Minority religious groups accused the government of inaction or complicity in multiple cases of extremist bombings and mob attacks on places of worship during the year. There were examples, however, where the government arrested and jailed a number of militant leaders responsible for sectarian attacks targeting Shia. On July 19, the Intelligence Bureau announced the capture and arrest of Masoom Bilah, the chief of a Lashkar-e-Jhangvi (LeJ) “death squad” that had launched sectarian attacks. In February the authorities arrested LeJ leaders Malik Ishaq and Ghulam Rasool after LeJ claimed responsibility for the February 16 bombing of a Hazara Shia community in Quetta.

In September a mob pressured Siakolt police to destroy the minarets of three Ahmadiyya mosques and remove Islamic verses from their edifices, after threatening to vandalize the holy places themselves. Police said they were simply following the law, which makes it illegal for Ahmadis to build minarets or write Islamic verses on their mosques.

Religious minorities expressed concern that government actions addressing forced and coerced conversions of religious minorities to Islam by societal actors were absent or inadequate. For example, media reported the May 3 abduction of Rozi Munir, a minor Christian girl, who was allegedly forced to marry a recently-converted Muslim man. Munir and her abductor were married by a Muslim cleric on May 4. A magistrate judge reviewed the matter but postponed the hearing due to the “sensitive nature” of the case.

On March 29, the Hindu community in Jacobabad protested the reported kidnapping and conversion of a girl to Islam. The unrest surrounding the incident resulted in the postponement of local Hindu community elections, as protesters threatened to strike until the incident was resolved. The girl reportedly married a Muslim man and changed her name to “Aasia” shortly after the kidnapping. The girl’s parents filed a police report against the groom and the other accused kidnappers but the girl remained with her alleged abductor.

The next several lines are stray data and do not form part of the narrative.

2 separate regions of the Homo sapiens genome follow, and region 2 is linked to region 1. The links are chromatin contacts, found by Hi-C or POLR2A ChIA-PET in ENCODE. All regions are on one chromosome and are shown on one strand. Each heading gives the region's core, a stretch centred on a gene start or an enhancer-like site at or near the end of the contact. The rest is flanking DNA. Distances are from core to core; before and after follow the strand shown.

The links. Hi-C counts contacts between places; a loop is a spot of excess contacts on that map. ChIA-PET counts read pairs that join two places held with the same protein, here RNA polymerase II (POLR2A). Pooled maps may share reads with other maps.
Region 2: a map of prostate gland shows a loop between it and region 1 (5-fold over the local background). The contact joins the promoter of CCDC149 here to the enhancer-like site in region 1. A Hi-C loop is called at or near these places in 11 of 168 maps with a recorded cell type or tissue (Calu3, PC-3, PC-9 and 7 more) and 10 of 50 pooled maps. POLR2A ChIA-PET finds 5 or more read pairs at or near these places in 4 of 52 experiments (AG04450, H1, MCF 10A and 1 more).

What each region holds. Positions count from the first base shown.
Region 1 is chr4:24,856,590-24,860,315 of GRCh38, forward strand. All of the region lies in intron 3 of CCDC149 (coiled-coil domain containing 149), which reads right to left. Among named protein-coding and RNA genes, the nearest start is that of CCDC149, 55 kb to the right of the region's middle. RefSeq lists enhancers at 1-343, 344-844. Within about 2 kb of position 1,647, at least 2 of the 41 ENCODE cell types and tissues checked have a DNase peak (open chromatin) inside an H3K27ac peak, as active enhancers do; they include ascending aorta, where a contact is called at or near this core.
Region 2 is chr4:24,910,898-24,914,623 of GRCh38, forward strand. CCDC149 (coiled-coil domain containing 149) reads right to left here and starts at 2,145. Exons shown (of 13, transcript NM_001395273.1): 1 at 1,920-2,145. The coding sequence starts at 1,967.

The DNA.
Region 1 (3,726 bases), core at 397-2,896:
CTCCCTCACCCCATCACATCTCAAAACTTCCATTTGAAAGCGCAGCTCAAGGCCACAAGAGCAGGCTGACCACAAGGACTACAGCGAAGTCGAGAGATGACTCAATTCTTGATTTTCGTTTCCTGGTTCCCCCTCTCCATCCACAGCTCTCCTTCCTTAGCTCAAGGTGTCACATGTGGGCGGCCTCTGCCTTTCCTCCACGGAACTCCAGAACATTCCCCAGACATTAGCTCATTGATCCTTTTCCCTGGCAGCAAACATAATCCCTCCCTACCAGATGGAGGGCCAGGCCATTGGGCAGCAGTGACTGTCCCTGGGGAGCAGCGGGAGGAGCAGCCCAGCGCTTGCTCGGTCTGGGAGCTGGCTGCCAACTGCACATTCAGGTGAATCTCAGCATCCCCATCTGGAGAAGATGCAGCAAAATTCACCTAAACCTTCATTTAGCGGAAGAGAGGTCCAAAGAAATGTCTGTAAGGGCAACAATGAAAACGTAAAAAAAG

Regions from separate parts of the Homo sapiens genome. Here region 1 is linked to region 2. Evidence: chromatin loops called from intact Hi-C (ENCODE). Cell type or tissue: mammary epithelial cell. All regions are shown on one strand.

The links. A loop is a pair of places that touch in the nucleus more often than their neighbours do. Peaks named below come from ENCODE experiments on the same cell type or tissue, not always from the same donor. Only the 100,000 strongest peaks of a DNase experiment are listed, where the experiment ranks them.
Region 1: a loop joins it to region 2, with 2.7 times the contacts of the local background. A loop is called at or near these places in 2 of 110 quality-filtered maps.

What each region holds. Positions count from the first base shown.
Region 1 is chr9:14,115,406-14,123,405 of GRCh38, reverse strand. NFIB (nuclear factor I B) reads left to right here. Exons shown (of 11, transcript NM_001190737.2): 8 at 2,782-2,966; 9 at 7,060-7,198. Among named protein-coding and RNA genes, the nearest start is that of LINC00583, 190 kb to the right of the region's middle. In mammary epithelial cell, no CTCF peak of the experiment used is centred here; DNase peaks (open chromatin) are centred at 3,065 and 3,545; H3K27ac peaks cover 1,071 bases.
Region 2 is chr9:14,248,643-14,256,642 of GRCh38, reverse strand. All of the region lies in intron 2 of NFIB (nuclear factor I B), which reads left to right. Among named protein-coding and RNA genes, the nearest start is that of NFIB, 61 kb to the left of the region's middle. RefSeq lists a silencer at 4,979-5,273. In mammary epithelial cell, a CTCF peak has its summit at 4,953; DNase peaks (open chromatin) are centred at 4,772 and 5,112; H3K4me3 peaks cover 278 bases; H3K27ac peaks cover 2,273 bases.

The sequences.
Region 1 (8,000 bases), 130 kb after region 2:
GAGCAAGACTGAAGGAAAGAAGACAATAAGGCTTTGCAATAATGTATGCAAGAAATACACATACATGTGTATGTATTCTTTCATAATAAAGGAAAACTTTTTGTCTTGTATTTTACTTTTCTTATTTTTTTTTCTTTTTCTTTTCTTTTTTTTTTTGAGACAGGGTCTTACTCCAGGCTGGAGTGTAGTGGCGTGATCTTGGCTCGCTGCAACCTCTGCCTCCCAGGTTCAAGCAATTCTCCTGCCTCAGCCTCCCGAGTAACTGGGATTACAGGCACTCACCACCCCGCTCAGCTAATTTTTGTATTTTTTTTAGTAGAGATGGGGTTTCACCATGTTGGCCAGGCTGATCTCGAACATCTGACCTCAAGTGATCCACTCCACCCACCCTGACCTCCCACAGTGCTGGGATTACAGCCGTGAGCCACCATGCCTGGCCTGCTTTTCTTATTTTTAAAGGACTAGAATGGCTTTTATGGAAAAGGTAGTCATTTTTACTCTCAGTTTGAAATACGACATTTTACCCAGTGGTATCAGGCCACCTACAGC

Minority community leaders charged that the government failed to take adequate action to protect minorities from bonded labor in the brick-making and agricultural sectors, an illegal practice whose victims were disproportionately Christians and Hindus.

There were numerous reports of attacks by societal actors on holy places, cemeteries, and symbols of religious minorities, in which police failed to intervene. On October 8, a mob in Pangrio, Sindh, reportedly dug up the grave of recently deceased Bhoro Beel, a Hindu man, and dragged his corpse through the town. Human rights groups reported the attack was carried out by local members of the Pakistan Muslim League-Functional political party. According to the district police chief, clerics from the Sunni fundamentalist group Ahle Sunaat Wal Jamaat (ASWJ) were behind the attack. The Hindu community led a demonstration in front of the police station to protest the grave desecration; by year’s end authorities had made no arrests.

Abuses by Rebel or Foreign Forces or Terrorist Organizations

There were several incidents involving the abuse of religious groups by individuals or organizations designated as terrorist organizations by the U.S. government under Section 219 of the Immigration and Nationality Act, and by armed sectarian extremist groups with strong links to such organizations, including LeJ and TTP.

Attacks on houses of worship, religious gatherings, and religious leaders perpetrated by sectarian, violent extremist, and terrorist groups resulted in hundreds of deaths during the year.

On September 22, at least 83 people were killed and over 146 sustained injuries when two suicide bombers attacked a church in Peshawar. While initial media reports indicated the TTP Jundulallah group claimed responsibility, other media reports attributed the attack to another TTP faction, Jundul-Hafsa. Following the attack, Prime Minister Nawaz Sharif issued a strong condemnation of the attackers. Interior Minister Chaudhry Nisar announced at a press conference the government would develop a strong security plan for churches and other places of worship. In the days following the attacks, Christian communities protested in many cities throughout the country.